Interview: Tracy Andreen on the Romance of Writing for Hallmark
Love may hurt, but it also sells. The Hallmark Channel produces 90+ holiday and romance films per year, so we sat down with the woman behind the words.
When you think of chestnuts on an open fire, gingerbread houses, and sugar cookies, you think of the holidays. Screenwriter, Tracy Andreen is grateful for the head start that imagery gives her when writing a holiday film. But, at her prolific pace, her work takes so much more skill, craft, and imagination. We sat down for a cup of holiday cheer to unwrap what it takes to make a successful Hallmark Channel holiday screenplay.
PremiumBeat: Tracy, in 2018, you’ve written six produced films for Hallmark, and it’s only November. Clearly you are the most romantic, holiday-obsessed person in the world — or you have a great understanding of Hallmark’s brand of entertainment. What is your secret sauce to success?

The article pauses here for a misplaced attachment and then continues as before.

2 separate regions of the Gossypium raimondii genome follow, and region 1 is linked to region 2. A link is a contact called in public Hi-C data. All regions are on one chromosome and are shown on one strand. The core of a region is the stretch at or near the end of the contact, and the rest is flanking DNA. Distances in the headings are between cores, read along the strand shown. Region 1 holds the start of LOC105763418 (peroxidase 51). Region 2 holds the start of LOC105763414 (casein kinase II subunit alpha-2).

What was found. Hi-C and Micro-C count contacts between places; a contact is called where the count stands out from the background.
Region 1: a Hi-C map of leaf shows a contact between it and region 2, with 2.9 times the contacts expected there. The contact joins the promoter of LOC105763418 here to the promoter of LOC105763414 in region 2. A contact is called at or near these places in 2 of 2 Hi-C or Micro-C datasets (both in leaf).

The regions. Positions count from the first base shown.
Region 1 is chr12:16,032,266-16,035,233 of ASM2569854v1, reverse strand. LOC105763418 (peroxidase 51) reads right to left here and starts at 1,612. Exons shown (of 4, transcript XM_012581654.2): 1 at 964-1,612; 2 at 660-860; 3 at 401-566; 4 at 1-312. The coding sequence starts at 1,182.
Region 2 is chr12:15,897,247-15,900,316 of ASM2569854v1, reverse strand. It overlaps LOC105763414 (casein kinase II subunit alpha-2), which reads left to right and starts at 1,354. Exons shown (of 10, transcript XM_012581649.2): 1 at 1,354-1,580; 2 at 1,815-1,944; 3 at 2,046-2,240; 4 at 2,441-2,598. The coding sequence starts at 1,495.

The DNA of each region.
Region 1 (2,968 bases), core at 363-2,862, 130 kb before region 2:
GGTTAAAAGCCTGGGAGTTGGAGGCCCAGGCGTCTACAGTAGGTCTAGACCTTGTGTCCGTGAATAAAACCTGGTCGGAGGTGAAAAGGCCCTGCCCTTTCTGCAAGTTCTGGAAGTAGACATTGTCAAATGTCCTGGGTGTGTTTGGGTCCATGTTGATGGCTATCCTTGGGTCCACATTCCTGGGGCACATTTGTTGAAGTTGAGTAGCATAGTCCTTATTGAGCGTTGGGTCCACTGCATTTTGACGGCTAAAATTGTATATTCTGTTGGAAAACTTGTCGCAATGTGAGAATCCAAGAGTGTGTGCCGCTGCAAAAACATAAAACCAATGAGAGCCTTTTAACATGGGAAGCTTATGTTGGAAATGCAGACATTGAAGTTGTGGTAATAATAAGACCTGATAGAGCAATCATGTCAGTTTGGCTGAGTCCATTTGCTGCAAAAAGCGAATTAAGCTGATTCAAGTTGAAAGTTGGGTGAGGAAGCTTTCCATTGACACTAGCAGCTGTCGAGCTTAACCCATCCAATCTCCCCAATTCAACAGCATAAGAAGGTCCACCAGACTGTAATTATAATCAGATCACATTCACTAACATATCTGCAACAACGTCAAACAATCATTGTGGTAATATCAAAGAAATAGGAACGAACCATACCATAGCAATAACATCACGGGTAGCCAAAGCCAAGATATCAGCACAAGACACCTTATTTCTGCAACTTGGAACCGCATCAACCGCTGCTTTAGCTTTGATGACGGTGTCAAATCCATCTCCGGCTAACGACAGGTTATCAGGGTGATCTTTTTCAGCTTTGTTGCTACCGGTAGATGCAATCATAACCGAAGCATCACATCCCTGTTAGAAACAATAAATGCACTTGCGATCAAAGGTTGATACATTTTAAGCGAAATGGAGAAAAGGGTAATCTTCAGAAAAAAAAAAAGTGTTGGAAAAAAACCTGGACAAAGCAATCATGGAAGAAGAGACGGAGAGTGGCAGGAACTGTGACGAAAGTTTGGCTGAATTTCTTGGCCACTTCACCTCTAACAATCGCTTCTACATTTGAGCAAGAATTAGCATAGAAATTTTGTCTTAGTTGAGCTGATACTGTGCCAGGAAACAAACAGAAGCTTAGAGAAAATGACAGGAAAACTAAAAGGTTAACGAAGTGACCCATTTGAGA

Tracy Andreen: Being professional. When given a deadline, I do everything in my power to deliver on that deadline, especially as the time to start production nears. In the realm of TV movies, the windows for delivery can be quite narrow, and there is a whole cadre of other professionals (actors, directors, production supervisors, casting, etc.) who are often times dependent on the writer’s ability to deliver a teleplay in a timely fashion so they can then do their jobs.
As much fun as this can be — and being allowed to be creative for a living is a dream! — it’s also crucial to remember that this is a job and the writer is part of a team working together to create the best product possible. Movies are awesome. Chances are quite good that your readers love them, love storytelling, love the chance to get lost in flickering lights for an hour or two (or twenty, depending on how much binge-watching a person can fit into their day). But making them is unquestionably work, and writers have to put in the hours to be able to execute.